Rishad-gate

Interestingly, the latest gambit of the Minister Rishad Bathiuddin is to throw down the gauntlet to the President and the Prime Minister: he will resign if either of them requests him to do so. Otherwise, support him or the government will lose the vital support of him and his henchmen. I do not know what to call it; Hobson’s choice? Catch 22? Rishad’s Ruse?

Even if we agree with the government’s contention that the no-confidence motion on Minister Bathiuddin is nothing but an opposition attempt at mud-slinging, can we disregard the statement of the Army Commander? Afterall, Lt. Gen. Senanayake, who left Si Lanka just after the 2010 presidential election to return soon after the 2015 presidential election, is Army Commander because of the implicit trust of the Yahapalana administration. Further, he won admiration and gained public trust after the terrorist bomb-blast. His statement “I told the Minister to ring me in one and half years-time, as that is the period, I can hold a suspect for” is in utter contrast to the Minister’s explanation. Who does the public trust; the Minister or the army commander?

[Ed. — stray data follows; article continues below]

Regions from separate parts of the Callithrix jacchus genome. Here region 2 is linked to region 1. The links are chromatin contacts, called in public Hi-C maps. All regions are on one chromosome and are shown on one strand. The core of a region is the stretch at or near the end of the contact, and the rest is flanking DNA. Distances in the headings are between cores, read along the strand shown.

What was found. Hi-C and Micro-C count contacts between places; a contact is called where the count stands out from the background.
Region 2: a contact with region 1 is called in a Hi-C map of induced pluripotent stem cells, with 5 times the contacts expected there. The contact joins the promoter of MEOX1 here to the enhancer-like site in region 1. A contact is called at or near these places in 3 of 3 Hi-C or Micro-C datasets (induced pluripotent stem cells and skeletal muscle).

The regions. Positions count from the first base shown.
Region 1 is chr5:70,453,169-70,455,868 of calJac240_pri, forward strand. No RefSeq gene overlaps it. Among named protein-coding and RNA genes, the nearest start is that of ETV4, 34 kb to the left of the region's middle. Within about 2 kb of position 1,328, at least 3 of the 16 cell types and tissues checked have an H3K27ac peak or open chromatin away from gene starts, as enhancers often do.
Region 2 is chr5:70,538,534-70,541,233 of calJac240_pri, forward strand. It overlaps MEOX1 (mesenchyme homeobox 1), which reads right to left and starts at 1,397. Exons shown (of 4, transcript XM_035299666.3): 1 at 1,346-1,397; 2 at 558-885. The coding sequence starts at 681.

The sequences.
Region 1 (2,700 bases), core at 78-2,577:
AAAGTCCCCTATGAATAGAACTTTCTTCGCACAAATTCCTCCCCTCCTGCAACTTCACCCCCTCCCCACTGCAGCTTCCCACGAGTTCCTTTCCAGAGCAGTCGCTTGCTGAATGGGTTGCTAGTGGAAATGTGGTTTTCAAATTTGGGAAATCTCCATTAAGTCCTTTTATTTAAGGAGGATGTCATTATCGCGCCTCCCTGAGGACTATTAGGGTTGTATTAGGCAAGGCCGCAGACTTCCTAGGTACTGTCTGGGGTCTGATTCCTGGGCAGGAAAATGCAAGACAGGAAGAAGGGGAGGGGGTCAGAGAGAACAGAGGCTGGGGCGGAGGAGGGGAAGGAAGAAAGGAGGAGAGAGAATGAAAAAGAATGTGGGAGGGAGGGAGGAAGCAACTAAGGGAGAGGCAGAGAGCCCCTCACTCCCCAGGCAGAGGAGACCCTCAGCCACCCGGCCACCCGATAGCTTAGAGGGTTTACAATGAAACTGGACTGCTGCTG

We were made to believe that the cornerstone of Yahapalanaya is good governance: after all, the term itself is a direct translation. Honouring this concept, is it too much to expect either the President or the Prime Minister, preferably both, to request the Minister to step aside, if any honour is left in him, while accusations levelled against him are investigated? Sorry, if any honour is left in him, the honourable minister would have stepped aside on his own volition. Do our two leaders display a lack of courage or complete deficiency of statecraft? Can the pubic be hood-winked by a select committee?

Venerable Gananasara

The battered President can derive some comfort from the support extended by Brigadier Ranjan de Silva who, in a piece titled “To Be Fair” (The Island, 22 May), states:

“His decision not to pardon Gnanasara Thero on Vesak Day, resisting pressure from politicians and dusseela Buddhist monks is statesmanlike. Media reported that former Ministers Wijeyadasa Rajapaksa and Thilanga Sumathipala had called for the release of Gnanasara Thero.